What is it?
Typically, a hackathon (a hacker buzzword) is an event where teams of computer programmers collaborate and compete against each other to come up with the best solutions to a defined problem in a very short time frame (~24-72 hours). We instead, are having people (not just computer programmers) compete over the weekend (Feb 26th – 28th) to come up with solutions for African healthcare initiatives. After a Friday evening kick-off event, teams will have the weekend to work on a challenge that a business/organisation faces in Africa. The team that presents the best solution as determined by expert judges will win the challenge prize and potential seed-funding money.
Individuals and teams of people in Africa will also be taking part.
The Kopfadeyemi Challenge is about more than just thinking up good ideas for leading African healthcare organisations. You’ll experience how to work (or compete!) with colleagues and friends on the Continent as well as dreaming and building, failing and finishing in rapid time. The Kopfadeyemi community is built around opportunities to work with emerging African Healthcare organisations and future leaders on really interesting challenges. Make change happen with your ideas.
Is it for you?
The Kopfadeyemi Challenge is a great and really fun way to use your unique talents to affect positive change in the world. Great ideas push the world forward. And they can come from anywhere. This event will bring together business professionals, students and researchers who are passionate about improving things in Africa and supporting organisations to solve their challenges. You will not be expected to be an expert in the healthcare industry in Africa. You are someone that thinks a little bit different from everyone else and has the ability to solve problems with a little ingenuity. This challenge will bring together smart, talented people from a diversity of backgrounds with a variety of strengths and passions. Techies and non-techies will get involved. Medical and non-medical people are welcome. Community workers, developers, entrepreneurs, artists, educators, business professionals, students, everyday people and more! We’ve learned that teams with people from different backgrounds come up with REALLY great ideas and form relationships that last beyond the weekend.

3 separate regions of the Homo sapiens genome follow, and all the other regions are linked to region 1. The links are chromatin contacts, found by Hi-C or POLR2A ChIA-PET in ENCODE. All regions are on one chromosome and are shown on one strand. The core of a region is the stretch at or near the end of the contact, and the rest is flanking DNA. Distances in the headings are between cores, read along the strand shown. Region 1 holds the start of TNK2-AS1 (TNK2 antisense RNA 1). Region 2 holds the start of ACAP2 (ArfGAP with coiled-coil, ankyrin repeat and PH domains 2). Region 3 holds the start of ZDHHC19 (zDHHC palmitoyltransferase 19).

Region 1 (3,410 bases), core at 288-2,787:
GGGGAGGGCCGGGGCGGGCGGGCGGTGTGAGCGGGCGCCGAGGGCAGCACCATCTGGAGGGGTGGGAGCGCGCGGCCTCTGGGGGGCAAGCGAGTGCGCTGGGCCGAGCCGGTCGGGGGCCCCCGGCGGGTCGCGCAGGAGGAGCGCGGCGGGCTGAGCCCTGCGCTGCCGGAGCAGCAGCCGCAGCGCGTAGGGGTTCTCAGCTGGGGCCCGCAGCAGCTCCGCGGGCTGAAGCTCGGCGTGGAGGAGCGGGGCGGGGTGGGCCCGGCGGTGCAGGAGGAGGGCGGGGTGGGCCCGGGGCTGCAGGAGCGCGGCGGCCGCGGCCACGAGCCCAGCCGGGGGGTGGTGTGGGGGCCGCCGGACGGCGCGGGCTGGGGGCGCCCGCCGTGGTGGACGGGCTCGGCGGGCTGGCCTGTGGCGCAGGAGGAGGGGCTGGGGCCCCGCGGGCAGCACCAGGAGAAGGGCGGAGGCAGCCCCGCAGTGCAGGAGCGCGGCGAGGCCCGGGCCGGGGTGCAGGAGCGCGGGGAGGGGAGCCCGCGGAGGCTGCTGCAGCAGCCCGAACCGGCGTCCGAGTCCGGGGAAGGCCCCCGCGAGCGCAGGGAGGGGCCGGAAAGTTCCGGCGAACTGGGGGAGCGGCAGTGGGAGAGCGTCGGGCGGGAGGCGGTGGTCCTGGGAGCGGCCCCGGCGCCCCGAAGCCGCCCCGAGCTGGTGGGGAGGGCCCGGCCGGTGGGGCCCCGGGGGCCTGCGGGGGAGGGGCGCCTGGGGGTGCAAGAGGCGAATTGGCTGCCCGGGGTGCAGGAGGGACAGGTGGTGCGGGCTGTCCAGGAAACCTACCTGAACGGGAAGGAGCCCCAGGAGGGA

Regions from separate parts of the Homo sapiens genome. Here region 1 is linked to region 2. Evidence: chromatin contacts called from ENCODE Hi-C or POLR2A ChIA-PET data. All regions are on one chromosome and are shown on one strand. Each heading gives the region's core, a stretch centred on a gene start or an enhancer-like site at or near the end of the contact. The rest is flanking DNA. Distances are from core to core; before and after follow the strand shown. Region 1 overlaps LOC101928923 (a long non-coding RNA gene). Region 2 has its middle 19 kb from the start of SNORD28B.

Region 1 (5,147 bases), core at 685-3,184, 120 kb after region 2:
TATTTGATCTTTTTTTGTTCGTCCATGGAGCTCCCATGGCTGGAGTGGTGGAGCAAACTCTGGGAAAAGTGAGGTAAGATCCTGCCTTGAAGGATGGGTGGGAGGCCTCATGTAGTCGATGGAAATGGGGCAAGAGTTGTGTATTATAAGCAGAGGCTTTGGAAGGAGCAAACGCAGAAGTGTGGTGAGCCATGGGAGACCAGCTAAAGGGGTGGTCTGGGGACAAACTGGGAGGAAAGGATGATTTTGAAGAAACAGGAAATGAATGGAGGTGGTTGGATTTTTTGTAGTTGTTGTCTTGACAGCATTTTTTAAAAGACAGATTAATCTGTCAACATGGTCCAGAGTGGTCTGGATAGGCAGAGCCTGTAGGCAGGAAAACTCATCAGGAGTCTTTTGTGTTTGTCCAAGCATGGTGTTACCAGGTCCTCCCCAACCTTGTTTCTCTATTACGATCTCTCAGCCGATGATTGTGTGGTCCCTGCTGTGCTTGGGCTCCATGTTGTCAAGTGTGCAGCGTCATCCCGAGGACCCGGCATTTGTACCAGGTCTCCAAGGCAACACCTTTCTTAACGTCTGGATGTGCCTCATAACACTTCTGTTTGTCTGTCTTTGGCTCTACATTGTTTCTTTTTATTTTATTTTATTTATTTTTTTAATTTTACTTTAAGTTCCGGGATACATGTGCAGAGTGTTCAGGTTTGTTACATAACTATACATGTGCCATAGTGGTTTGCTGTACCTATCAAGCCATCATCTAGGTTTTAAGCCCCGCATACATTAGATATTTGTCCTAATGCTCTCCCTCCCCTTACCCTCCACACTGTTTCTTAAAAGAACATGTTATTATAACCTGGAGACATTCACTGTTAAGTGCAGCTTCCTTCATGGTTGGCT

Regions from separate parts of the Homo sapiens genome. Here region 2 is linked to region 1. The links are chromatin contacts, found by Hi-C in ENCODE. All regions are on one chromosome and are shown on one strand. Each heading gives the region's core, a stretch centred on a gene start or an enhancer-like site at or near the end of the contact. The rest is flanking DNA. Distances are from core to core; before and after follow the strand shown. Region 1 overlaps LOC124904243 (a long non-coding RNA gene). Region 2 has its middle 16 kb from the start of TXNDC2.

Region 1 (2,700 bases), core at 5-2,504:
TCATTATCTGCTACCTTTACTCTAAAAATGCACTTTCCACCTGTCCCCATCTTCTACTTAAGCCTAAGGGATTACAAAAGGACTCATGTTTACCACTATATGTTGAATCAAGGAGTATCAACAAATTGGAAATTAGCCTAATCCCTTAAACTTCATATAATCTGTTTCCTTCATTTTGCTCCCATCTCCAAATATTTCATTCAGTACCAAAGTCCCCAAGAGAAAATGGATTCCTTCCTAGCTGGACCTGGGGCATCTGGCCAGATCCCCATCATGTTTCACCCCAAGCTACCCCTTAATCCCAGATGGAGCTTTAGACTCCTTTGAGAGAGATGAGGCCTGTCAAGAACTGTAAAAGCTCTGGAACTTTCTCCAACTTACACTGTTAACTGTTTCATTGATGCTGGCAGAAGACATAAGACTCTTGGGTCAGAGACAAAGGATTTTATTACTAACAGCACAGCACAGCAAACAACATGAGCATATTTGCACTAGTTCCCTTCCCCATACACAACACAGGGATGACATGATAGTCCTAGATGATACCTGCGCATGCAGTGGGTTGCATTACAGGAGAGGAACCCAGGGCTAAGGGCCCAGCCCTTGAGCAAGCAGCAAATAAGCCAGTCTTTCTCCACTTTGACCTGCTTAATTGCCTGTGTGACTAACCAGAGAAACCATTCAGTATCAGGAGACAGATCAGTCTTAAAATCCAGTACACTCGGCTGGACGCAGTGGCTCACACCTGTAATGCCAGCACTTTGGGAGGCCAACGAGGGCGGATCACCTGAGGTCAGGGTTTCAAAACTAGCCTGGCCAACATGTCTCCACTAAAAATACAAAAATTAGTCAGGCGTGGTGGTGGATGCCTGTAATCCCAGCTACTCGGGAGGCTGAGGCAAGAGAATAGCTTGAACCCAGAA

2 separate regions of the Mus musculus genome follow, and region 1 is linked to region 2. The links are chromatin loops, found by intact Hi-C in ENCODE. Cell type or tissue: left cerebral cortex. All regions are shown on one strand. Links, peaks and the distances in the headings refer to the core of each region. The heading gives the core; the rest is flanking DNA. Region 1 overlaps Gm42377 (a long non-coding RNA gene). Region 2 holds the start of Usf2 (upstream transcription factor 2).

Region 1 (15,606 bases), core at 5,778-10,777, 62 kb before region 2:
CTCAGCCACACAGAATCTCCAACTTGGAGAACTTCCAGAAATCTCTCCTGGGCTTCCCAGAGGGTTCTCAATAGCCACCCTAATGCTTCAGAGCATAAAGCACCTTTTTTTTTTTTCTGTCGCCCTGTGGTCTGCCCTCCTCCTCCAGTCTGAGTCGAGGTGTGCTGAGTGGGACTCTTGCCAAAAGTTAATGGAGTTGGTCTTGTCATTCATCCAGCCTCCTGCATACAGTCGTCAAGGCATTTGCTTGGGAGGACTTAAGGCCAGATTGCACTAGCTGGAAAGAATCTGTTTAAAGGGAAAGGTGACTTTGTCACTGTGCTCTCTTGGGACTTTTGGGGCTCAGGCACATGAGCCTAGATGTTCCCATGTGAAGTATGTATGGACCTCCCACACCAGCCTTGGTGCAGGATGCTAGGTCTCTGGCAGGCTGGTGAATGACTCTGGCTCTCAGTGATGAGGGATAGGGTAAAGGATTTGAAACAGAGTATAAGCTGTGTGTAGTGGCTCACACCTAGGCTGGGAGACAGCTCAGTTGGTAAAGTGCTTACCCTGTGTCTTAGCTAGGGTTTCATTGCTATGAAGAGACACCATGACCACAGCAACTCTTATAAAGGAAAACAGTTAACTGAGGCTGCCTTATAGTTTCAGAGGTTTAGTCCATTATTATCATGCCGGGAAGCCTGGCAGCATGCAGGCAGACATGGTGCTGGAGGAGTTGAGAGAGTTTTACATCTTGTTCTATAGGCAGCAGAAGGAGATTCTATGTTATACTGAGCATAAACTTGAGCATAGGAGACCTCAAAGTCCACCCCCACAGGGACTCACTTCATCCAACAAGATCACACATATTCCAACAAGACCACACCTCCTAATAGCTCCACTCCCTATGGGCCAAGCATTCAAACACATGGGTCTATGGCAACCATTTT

Our attendees will typically consist of smarter-than-the-average type people; most will have a passion for Africa and there will be a good mix of medical and non-medical type people. At the London end, we will have people with a passing-knowledge of Africa and people from the Diaspora who are well versed in the challenges businesses face in Africa. We will have junior developers looking to improve their skills and senior developer types looking to expand their horizons. We will have students who can stay up the whole weekend thinking and working on ideas, and we will have experienced professionals who can flex their phonebooks and bring strong insights at the drop of a hat.
Do I need to come with a team?
It is not 100% necessary. If you don’t have a team now, don’t worry. We will have team formation processes before things kick off, including opportunities for you to form teams with individuals on the Continent who want to participate and don’t have teams.
What do I need to bring?
You might want to bring your own computer or mobile devices, Google Campus do not provide computers or laptops. We will provide high-speed Wi-Fi, power strips, whiteboards, and plenty of caffeine! The ticket price covers food, drink and nibbles for the entire weekend.
Is this an overnight competition / ‘hackathon’?
No, but it can be if teams want it to. The competition starts right after the Friday evening kick-off. Google Campus will be open at all times during the weekend and people are welcome to bring their own pillows and sleeping bags if they want to work that hard!
What are the African healthcare organisations, businesses and initatives taking part?
We have an interesting range of organisations taking part. They are important national or sub-regional African organisations working to improve healthcare in Africa. A couple are not-for-profit organisations and a couple will be profit-making businesses. We have lined up organisations that will be interesting, some of which you will have heard of. Further details will be provided to those who register and are selected.
Further details of the event, including schedule and judging process will be provided to those who register and are selected to participate.